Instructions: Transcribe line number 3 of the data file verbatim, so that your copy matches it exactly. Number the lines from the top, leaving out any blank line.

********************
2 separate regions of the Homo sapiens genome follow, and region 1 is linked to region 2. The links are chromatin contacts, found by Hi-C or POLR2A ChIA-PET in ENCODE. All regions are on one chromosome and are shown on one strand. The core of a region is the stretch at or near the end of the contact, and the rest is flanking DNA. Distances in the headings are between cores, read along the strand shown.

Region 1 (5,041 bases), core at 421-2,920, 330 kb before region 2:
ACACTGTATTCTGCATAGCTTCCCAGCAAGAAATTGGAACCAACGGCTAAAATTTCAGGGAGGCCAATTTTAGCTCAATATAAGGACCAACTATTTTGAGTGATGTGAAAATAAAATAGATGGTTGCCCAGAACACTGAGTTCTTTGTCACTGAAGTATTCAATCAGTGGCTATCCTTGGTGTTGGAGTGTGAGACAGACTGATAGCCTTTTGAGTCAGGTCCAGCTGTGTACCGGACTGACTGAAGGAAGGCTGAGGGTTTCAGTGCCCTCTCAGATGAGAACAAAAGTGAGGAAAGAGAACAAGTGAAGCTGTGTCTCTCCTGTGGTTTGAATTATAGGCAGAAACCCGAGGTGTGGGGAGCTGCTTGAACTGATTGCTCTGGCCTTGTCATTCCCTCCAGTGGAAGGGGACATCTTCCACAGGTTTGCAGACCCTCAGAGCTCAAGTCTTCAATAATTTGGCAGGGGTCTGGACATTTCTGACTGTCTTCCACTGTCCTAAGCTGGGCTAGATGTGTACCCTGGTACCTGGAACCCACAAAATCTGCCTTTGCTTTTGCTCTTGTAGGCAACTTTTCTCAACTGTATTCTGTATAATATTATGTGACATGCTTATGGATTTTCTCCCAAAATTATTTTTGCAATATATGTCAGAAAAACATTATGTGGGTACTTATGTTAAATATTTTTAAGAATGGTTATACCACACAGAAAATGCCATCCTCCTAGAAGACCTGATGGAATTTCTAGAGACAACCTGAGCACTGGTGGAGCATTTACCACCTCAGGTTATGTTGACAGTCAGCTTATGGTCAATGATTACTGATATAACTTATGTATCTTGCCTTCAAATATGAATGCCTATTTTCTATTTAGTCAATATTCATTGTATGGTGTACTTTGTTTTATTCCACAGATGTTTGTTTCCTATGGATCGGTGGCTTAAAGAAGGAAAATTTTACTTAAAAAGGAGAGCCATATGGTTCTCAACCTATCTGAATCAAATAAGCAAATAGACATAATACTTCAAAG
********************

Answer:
ACACTGTATTCTGCATAGCTTCCCAGCAAGAAATTGGAACCAACGGCTAAAATTTCAGGGAGGCCAATTTTAGCTCAATATAAGGACCAACTATTTTGAGTGATGTGAAAATAAAATAGATGGTTGCCCAGAACACTGAGTTCTTTGTCACTGAAGTATTCAATCAGTGGCTATCCTTGGTGTTGGAGTGTGAGACAGACTGATAGCCTTTTGAGTCAGGTCCAGCTGTGTACCGGACTGACTGAAGGAAGGCTGAGGGTTTCAGTGCCCTCTCAGATGAGAACAAAAGTGAGGAAAGAGAACAAGTGAAGCTGTGTCTCTCCTGTGGTTTGAATTATAGGCAGAAACCCGAGGTGTGGGGAGCTGCTTGAACTGATTGCTCTGGCCTTGTCATTCCCTCCAGTGGAAGGGGACATCTTCCACAGGTTTGCAGACCCTCAGAGCTCAAGTCTTCAATAATTTGGCAGGGGTCTGGACATTTCTGACTGTCTTCCACTGTCCTAAGCTGGGCTAGATGTGTACCCTGGTACCTGGAACCCACAAAATCTGCCTTTGCTTTTGCTCTTGTAGGCAACTTTTCTCAACTGTATTCTGTATAATATTATGTGACATGCTTATGGATTTTCTCCCAAAATTATTTTTGCAATATATGTCAGAAAAACATTATGTGGGTACTTATGTTAAATATTTTTAAGAATGGTTATACCACACAGAAAATGCCATCCTCCTAGAAGACCTGATGGAATTTCTAGAGACAACCTGAGCACTGGTGGAGCATTTACCACCTCAGGTTATGTTGACAGTCAGCTTATGGTCAATGATTACTGATATAACTTATGTATCTTGCCTTCAAATATGAATGCCTATTTTCTATTTAGTCAATATTCATTGTATGGTGTACTTTGTTTTATTCCACAGATGTTTGTTTCCTATGGATCGGTGGCTTAAAGAAGGAAAATTTTACTTAAAAAGGAGAGCCATATGGTTCTCAACCTATCTGAATCAAATAAGCAAATAGACATAATACTTCAAAG